Meanwhile here’s a podcast. The usual rants & fevers of the ageing entradista, expertly nursed on this occasion by Rhys Williams.

One of the things I did manage to take in on Thursday was that Rhys is to teach selections from Viriconium as part of Warwick University’s SFF/Weird module next year. Fantastika, he says, consistently estranges us from our own comfortable perspectives, but he’s immediately forced to admit: “it is also the literature of escapism and naivety”. That was certainly one of the things Viriconium was trying to point out, in a climate perhaps even less receptive to new ways of doing things than the one we have now. What can be seen today as a part of a major shift of ideas was experienced then simply as the struggle to get published in the face of snobbery, inverted snobbery and political panic; our rejection letters–both from genre and literary publishers–need to be seen to be believed. It’s strange, so long after the fact, to be acknowledged as an early uptaker of the post-genre fantastic, and to find myself in the company of, among others, Joanna Russ, Nalo Hopkins, William Gibson and Russell Hoban. Not to mention the Flying Strugatsky Brothers.

It’s more than possible that there’ll be a previously-unpublished Viriconium piece in my new short story collection, which is now officially in the publication pipeline. Updates on the collection, here, as things develop. (Don’t expect the Viriconium of 1978 or 1982, by the way. The city moves on with its author, so keep up.)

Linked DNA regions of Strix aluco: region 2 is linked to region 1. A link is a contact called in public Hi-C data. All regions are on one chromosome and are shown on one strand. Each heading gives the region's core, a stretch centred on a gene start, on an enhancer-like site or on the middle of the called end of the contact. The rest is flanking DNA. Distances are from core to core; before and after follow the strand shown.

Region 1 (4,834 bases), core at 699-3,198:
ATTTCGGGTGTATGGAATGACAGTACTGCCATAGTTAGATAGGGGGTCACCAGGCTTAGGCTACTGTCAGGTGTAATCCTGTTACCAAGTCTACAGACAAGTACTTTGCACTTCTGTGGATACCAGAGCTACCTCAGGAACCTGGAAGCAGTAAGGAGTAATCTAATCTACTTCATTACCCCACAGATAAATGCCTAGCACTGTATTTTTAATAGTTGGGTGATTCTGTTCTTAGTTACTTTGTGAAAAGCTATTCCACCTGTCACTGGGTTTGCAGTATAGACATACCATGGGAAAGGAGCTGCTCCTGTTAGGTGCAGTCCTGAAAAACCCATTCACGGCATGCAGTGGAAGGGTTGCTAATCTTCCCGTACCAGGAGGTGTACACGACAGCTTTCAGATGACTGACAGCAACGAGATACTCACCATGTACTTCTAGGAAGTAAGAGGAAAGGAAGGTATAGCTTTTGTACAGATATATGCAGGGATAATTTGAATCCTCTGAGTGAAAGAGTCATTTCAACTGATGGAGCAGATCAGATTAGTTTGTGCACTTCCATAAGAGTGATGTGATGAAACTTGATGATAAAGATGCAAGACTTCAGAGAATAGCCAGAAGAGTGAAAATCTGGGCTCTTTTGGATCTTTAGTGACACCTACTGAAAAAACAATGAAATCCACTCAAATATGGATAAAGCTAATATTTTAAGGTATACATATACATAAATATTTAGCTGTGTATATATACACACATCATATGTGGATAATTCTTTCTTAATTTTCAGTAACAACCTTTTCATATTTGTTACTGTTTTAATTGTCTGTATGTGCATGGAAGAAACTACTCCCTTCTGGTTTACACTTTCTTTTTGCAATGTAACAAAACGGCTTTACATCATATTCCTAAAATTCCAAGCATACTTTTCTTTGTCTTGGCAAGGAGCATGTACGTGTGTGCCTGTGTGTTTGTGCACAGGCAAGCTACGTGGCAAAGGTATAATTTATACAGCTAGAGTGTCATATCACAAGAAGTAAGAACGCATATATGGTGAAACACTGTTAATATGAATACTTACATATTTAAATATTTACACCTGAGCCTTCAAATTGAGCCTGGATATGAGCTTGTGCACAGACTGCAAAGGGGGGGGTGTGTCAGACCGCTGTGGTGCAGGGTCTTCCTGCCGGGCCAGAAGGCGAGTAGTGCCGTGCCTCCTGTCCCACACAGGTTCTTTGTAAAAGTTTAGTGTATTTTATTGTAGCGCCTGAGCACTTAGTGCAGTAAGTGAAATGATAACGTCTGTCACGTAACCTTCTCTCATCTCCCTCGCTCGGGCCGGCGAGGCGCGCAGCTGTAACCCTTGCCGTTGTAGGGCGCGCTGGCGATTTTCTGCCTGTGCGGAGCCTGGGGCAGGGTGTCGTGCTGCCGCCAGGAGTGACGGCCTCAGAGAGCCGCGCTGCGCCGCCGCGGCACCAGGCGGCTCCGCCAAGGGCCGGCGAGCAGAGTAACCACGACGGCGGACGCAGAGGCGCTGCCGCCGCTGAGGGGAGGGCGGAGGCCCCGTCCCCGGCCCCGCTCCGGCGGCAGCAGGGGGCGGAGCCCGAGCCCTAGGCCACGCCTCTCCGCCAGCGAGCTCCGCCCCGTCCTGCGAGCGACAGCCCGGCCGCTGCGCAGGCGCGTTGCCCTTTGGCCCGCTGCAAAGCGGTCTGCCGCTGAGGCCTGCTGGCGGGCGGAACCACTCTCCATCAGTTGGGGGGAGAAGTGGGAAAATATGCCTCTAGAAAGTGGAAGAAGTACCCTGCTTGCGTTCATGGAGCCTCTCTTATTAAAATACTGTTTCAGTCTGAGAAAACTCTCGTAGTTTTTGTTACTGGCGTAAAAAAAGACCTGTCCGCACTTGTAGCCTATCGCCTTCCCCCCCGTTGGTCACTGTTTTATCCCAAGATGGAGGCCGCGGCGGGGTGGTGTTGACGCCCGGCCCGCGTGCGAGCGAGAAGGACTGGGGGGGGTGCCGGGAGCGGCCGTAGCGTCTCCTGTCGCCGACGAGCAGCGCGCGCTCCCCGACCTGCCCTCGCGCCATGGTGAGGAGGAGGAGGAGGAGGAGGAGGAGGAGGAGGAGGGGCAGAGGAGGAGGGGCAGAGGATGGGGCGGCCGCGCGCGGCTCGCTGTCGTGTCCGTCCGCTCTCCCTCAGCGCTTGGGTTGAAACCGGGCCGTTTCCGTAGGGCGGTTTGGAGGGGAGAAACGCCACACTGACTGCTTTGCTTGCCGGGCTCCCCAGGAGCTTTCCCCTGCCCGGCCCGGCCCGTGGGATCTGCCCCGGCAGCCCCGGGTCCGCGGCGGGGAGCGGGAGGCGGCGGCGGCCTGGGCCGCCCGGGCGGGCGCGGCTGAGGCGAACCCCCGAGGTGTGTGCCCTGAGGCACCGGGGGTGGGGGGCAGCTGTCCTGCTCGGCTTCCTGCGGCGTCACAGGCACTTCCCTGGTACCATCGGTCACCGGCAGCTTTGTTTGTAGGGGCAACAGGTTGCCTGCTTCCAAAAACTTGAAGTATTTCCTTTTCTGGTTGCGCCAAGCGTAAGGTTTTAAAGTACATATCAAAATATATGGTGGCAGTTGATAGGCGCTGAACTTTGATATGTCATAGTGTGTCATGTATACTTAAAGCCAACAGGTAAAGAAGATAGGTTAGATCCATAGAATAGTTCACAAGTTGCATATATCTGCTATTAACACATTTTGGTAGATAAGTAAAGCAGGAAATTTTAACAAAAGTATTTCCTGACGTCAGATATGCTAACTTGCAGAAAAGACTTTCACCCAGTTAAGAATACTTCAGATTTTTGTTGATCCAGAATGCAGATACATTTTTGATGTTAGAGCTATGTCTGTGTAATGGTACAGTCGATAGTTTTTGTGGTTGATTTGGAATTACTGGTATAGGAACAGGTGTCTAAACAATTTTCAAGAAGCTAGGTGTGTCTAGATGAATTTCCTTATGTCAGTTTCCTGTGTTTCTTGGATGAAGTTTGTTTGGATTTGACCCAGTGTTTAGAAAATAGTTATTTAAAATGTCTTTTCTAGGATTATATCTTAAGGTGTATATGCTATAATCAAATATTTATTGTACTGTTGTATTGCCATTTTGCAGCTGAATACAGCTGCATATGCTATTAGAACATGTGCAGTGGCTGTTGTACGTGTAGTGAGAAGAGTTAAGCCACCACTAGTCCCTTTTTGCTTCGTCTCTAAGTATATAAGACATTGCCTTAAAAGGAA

living with particulates in NO2

But we love the N02 postcode! Only your father, who lives in the country and is therefore guilty of all the usual historical crimes, ie for instance of being your father, wants fresh air! Country air’s not so fresh either, is it? Full of all that poo. In fact there’s no fresh air left anywhere in the world if you come to think of it and none of us is dead! Just look at this article from The Lanarkshire Times in 1342, “Thee eyre beeing no langyr frish, lyffe if not worth th lyvynng of’t.” See? Every generation ever has thought the world was fucked! But that’s just change! The only thing that’s certain is that things will change, Zizek or someone said that. I believe it and that’s why I love living with particulates. Here’s YouTube of our daughter hyperventilating some on a bike ride round the recently reclaimed Cadmium Park. Is there anything wrong with that little sweetie? I tell you what, I wish her more “pollution” not less! And I hope she has a fantastic life full of the craft beers with clever aggressive names and really exciting urban experimental music it brings. Where’s the toilet here?

how things do change

“We’re not in a position where we can afford to be particularly arrogant about our understanding of what the laws of nature must look like.” –Michael Dine, University of California.

Wired

this Greek dog

This Greek dog fished all day in the sea.

DSCF5976
He never caught anything but his attention never wavered.

“Southend will follow you wherever you go.”